Greens want the county council to coordinate efforts to investigate sources of funding for the scheme, which it believes could be a pilot project for other counties.

Green Party election candidate Chris Simpson said:

“Climate emergency declarations by governments and councils often don’t go much beyond words. But here’s a way to make a real difference, and at the same time show that we recognise that efforts to lessen the effects of climate-breakdown, and to stop damage to biodiversity, will mean big changes in the ways our society functions.

“However, the beauty of this scheme is that it doesn’t make things harder but improves our quality of life. The experience of the T-buses in Ceredigion, which are free at weekends, shows how well-used buses are when there’s no charge. Make them free all the time, and frequent, and their popularity will soar, bringing so many climatic, social and economic gains.”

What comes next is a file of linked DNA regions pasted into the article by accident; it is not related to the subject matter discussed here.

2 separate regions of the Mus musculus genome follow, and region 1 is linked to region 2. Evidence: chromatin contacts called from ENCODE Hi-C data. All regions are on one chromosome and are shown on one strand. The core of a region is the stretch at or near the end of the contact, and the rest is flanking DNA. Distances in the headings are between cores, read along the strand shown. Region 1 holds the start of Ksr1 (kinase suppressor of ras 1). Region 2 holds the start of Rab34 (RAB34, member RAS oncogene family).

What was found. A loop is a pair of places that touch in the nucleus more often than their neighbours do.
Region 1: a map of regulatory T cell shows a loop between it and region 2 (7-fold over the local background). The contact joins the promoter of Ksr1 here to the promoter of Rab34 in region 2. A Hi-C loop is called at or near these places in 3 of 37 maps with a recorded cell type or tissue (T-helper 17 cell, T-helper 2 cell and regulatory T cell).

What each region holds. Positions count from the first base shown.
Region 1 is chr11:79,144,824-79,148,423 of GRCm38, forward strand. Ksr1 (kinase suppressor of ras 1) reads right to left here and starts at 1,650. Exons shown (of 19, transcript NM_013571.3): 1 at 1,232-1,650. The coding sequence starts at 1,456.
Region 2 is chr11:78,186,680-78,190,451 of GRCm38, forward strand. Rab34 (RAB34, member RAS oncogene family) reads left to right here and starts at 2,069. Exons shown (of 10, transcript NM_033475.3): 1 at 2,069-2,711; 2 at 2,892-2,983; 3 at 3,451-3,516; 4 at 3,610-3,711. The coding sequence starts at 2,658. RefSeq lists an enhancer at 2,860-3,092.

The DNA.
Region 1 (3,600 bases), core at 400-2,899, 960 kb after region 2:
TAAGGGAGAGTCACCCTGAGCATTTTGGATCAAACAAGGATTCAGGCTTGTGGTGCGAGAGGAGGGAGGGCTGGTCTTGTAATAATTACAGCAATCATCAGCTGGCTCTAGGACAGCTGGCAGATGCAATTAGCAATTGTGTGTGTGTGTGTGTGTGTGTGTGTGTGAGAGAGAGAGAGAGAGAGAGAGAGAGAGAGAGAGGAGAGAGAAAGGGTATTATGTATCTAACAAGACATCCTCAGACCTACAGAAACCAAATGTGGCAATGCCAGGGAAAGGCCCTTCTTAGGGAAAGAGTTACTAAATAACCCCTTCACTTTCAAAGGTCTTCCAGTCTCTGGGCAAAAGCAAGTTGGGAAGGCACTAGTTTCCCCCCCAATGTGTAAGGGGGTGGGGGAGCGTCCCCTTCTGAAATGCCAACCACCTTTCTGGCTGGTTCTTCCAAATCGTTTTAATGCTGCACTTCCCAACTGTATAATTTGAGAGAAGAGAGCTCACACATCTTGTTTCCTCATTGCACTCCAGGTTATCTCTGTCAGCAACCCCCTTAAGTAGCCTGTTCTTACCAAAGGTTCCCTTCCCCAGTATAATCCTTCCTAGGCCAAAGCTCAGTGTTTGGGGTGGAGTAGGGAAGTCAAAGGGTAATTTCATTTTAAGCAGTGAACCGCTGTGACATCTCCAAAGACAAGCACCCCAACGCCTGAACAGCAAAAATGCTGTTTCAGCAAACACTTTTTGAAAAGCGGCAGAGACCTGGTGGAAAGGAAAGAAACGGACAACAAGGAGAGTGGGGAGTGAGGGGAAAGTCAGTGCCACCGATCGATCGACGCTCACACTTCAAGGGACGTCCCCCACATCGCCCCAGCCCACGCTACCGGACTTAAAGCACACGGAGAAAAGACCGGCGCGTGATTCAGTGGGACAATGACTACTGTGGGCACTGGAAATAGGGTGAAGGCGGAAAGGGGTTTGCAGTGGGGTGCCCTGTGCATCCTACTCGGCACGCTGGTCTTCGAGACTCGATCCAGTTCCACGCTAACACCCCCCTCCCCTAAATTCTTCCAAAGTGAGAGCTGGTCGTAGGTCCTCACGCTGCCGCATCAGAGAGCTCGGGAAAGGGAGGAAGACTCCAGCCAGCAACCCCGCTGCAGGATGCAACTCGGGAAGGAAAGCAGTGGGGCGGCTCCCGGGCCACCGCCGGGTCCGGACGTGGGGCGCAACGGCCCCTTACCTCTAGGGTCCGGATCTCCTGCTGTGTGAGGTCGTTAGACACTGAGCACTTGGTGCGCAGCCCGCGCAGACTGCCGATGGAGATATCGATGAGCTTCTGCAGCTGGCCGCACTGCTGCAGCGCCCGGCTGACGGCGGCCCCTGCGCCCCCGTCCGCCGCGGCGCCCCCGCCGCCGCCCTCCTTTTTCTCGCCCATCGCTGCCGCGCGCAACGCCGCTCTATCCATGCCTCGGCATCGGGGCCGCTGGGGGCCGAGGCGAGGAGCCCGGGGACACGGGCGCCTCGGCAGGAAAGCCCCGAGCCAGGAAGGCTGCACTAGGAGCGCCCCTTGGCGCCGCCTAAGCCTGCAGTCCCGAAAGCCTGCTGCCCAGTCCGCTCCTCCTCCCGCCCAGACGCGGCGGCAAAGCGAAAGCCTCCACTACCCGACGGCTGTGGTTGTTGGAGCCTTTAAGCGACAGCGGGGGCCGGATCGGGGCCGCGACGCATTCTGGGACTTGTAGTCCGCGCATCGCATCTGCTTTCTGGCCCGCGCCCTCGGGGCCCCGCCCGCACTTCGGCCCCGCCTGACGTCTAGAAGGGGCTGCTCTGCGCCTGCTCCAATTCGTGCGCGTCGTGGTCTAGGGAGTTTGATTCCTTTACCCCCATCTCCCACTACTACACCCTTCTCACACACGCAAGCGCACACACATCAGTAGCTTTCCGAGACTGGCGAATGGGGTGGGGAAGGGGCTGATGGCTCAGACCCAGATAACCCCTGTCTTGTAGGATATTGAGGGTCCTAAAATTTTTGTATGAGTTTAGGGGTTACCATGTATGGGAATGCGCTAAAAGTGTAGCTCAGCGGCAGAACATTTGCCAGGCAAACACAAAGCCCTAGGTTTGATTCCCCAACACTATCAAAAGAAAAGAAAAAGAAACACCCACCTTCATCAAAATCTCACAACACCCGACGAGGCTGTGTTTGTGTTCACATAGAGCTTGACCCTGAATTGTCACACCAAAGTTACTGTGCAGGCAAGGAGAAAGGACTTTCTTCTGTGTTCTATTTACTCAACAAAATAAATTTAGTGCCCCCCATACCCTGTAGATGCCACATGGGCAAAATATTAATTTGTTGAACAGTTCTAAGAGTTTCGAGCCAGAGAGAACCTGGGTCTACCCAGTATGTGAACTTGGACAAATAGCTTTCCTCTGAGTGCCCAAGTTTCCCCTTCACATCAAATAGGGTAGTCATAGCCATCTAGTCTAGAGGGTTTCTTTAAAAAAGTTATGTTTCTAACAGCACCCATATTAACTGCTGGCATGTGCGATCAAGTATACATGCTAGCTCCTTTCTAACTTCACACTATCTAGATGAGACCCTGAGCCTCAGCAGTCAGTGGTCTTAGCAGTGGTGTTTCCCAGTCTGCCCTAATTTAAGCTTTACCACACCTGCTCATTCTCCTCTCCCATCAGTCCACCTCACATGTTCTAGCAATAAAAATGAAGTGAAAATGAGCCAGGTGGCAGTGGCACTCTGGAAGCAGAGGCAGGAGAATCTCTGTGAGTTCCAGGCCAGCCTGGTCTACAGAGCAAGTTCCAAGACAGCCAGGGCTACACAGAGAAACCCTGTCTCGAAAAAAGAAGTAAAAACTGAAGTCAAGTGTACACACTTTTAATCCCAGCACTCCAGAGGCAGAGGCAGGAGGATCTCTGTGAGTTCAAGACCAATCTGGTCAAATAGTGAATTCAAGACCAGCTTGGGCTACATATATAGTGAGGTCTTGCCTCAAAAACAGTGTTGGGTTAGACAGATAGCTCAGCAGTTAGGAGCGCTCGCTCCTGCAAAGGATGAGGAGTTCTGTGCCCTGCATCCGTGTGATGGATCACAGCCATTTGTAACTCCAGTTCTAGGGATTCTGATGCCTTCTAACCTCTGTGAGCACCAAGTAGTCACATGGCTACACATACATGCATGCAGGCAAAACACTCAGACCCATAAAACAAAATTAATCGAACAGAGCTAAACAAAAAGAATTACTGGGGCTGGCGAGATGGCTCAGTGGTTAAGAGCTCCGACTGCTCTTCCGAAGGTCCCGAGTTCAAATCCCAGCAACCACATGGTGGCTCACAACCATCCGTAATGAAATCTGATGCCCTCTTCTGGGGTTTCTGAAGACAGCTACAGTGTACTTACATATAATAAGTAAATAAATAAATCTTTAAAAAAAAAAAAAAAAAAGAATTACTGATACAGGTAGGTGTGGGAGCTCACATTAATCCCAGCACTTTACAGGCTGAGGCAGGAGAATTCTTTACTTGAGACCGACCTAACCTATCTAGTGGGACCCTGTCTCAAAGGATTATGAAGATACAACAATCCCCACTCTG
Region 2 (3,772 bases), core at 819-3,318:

Funding, the party suggests, would come from central and local government and perhaps a levy on other public bodies and companies with substantial numbers of employees.

Dunkirk took its inspiration from Tallinn, Estonia, where public transport is free, and Luxembourg, where bus, train and tram fares are being scrapped as part of an environmental push.

At the same time, Greens are demanding HS2 be abandoned in favour of “a local transport revolution”, warning the planned £88 billion rail line would destroy dozens of ancient woodlands and biodiversity and take, by HS2’s own admission, 120 years to become carbon-neutral. Instead, the party wants decarbonisation focused on electrification of existing lines.

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Conservative Candidate highlights concerns over large-scale wind farms

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EARLIER this year, the Welsh Government published its Draft National Development Framework (NDF) setting the direction for development in Wales. Within the NDF there is a section dedicated to ‘Energy’ development.